Do you have trouble sleeping? Falling asleep? Staying asleep? If you have sleep problems you are not alone.
Between 70-100 million Americans complain about a sleep disorder of one kind or another. The range is so broad because some people choose not to report sleep problems to their doctors. But, just about everyone in the world sleeps for one-third of their lives, so many people take a good night’s sleep, or the lack thereof, for granted.
For example, until recently, I had not had a good night’s sleep for years. But, having an inquisitive mind, enough knowledge about sleep to be dangerous, and time, I looked into what people like me can do to get a good night’s sleep.
What I Learned About Sleep Problems
Sleep is a complicated subject. But, there are certain aspects of it that are common to most people:
Circadian Rhythm: The circadian, or light and dark, cycle governs when the need to sleep and to wake occur. As late afternoon turns to evening and then night, the absence of light stimulates the pineal gland in the brain to produce melatonin, which helps a “normal” person start a sleep cycle of, ideally, seven-eight hours. However, people who do shift work or otherwise burn the midnight oil or “par-TAY” upset the delicate balance between the pineal gland and the external environment.
Sleep Debt: Failure to get a good night’s sleep creates a sleep debt. Unlike student loans or credit card bills, your body will not allow a sleep debt to go unpaid. Naps during waking hours, unpredictable appetite urges, and chronic pain are just some of the ways the body lets you know that you need to regularize your sleep pattern. While not everyone is affected with a sleep disorder in these ways, I can tell you that I suffered from all three.
Consequences: Grin and bear it does not qualify as an option. Lack of quality sleep will produce aches, pains, brain clouds, and accidents. It will exacerbate inflammation (the root of all disease), creating new conditions or making existing ones worse. Or both.
What You Can Do About Sleep Problems
People with sleep deficits take many approaches to restoring their systems to homeostasis. Not all of the following suggestions will work for everyone; it is very much a trial-and-error proposition. But, for those who are willing to try alternatives one at a time, the items that follow do help a lot of people:
- Melatonin: if you read “The Well” section in today’s New York Times, you saw a brief article on whether melatonin can help manage jet lag, one type of sleep disorder. A few people do get relief from jet lag in this way. More people, though, use melatonin as a general sleep aid. This is where it gets a bit complicated.
Melatonin can be purchased over the counter (OTC) in doses ranging from .5 milligrams to 10 milligrams. What dose should you take? Start with the smallest dose, usually .5 or 1.0 milligram. When I tried it, I woke up groggy and with a slight headache. However, I know people who take 10 milligrams and swear they cannot take less. But, if you want to try melatonin, start small. Another proviso—melatonin is a brain hormone, just like serotonin. So, understand that when you take melatonin you are altering your brain chemistry. Letting your doctor know you are trying melatonin is a good idea.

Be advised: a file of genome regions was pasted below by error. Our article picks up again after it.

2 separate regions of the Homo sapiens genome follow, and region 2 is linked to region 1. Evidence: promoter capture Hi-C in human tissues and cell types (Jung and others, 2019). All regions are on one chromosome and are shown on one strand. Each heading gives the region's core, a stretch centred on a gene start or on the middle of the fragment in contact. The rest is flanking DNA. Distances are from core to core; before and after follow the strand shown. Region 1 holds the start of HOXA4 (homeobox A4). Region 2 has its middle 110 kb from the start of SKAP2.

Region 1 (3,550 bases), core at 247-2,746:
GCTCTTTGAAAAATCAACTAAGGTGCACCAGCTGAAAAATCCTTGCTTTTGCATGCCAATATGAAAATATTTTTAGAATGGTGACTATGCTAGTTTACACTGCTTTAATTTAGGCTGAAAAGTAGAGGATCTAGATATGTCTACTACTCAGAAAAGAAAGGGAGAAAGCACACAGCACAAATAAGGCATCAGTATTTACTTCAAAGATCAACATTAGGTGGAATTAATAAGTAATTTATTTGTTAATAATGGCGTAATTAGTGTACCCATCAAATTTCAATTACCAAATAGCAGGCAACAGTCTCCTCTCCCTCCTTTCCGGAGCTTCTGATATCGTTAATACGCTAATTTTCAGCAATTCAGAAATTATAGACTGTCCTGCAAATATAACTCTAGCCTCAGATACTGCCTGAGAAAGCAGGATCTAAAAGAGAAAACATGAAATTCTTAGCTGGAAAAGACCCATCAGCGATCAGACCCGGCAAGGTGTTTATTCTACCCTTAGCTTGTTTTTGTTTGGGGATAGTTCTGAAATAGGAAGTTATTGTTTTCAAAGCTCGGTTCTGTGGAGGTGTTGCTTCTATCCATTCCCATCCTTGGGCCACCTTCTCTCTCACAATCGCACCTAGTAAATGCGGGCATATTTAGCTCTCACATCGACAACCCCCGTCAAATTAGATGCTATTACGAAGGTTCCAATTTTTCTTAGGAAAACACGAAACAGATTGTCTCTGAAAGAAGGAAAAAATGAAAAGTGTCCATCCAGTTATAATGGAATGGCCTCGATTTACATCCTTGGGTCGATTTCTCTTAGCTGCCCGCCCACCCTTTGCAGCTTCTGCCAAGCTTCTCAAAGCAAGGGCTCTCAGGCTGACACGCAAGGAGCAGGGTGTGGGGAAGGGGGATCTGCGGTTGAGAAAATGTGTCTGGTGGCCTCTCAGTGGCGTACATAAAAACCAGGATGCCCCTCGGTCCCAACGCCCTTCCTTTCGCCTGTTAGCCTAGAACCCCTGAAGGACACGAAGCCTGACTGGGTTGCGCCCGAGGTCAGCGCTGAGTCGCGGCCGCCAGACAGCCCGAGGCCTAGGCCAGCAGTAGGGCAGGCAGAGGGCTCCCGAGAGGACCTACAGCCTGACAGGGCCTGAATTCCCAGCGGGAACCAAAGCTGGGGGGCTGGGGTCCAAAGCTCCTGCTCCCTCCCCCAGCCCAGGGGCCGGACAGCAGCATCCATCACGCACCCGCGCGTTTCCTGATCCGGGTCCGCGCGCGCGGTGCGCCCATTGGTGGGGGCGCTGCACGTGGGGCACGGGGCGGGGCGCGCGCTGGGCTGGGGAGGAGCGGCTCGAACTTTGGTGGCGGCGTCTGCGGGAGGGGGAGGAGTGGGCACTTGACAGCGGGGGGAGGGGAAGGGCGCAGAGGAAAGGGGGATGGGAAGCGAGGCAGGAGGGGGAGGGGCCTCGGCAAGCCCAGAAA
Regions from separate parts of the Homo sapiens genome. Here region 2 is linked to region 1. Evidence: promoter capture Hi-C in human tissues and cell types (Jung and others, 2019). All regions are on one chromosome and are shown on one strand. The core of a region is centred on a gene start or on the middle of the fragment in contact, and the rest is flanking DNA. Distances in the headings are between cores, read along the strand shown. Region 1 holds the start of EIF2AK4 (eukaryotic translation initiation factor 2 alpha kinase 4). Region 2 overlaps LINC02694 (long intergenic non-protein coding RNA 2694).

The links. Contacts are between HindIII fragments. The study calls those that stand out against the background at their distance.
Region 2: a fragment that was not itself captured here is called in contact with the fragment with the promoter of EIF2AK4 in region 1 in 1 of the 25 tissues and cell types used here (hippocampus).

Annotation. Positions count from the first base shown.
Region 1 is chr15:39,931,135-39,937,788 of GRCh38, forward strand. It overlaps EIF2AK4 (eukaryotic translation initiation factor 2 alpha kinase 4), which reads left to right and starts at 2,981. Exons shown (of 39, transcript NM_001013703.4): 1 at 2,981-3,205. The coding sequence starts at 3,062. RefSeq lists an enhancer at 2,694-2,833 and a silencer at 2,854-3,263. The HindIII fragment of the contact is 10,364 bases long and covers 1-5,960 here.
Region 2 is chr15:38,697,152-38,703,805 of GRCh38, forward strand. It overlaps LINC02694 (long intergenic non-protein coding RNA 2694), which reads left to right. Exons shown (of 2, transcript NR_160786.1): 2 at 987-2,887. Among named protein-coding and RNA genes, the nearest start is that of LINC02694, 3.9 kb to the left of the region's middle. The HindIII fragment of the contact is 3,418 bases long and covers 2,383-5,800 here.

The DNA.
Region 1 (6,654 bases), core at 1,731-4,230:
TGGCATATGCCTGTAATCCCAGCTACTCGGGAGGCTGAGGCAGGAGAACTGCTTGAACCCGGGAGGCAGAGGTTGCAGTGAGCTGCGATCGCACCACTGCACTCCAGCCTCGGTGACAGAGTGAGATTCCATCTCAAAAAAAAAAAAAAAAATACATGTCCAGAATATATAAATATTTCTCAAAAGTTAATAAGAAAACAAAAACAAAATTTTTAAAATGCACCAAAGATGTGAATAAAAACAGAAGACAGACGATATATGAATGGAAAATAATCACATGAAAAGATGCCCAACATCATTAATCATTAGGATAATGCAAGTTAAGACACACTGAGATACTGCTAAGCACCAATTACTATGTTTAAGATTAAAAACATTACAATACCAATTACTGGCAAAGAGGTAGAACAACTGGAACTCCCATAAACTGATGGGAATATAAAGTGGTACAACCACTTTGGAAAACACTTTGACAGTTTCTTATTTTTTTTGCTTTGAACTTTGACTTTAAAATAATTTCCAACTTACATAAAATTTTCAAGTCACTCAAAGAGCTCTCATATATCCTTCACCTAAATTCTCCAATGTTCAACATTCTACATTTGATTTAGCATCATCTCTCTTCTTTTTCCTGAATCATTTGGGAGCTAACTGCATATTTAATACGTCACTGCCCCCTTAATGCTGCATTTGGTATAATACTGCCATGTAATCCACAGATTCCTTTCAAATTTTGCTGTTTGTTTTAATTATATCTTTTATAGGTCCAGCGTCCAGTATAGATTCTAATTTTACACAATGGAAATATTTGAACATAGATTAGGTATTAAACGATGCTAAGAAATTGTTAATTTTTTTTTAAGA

However, there is a prescription drug called Rozerem that is often prescribed for difficulty sleeping. It is an 8 mg pill containing 5 mg of melatonin. It did help a bit with my sleep and did not have side effects. Go figure.
- Homeopathy: A homeopathic product that does help me sleep is Hyland’s Calm’s Forte®, another OTC purchase. I knew a woman who, when she saw this product on the shelf, would buy every bottle because it helped her sleep like nothing else.
- ZMX: A number of guys I know like ZMX, a BodyTech product comprised of zinc, magnesium, and Vitamin B6. Take two at bedtime. As always with zinc, do not take more than 100 milligrams total each day.
- Ayurveda: An Ayurvedic approach consists of scalding (over-boiling) a cup of milk, then adding some powdered ginger as it cools. Drink it a half hour before bedtime to get to sleep more easily. See? Grandma was right about warm milk before bed.
In Case You Are Interested . . .
. . . I tried all of the approaches listed above; however, the following actions worked. First, because of my chronic pain, I spent four months getting a unique form of tuina, a Chinese massage technique that is a cross between acupressure and torture. It relieved a lot of my pain. The practitioner also taught me a lot about relaxation, a very important but often neglected component of healthy living.
While being relaxed and using hypnosis sleep apps on my iPhone helped me sleep more, it did not halt my snoring or the cessation of breathing my wife would tell me about just before she whacked me in the ribs. I arranged to get an at-home sleep study, which revealed that I have severe sleep apnea. I now use a CPAP machine, which eliminates both those obstacles to getting a good night’s sleep. Yawn!
As the Cowardly Lion said in The Wizard of Oz, “Forty winks would be pretty good right about now.” G’night.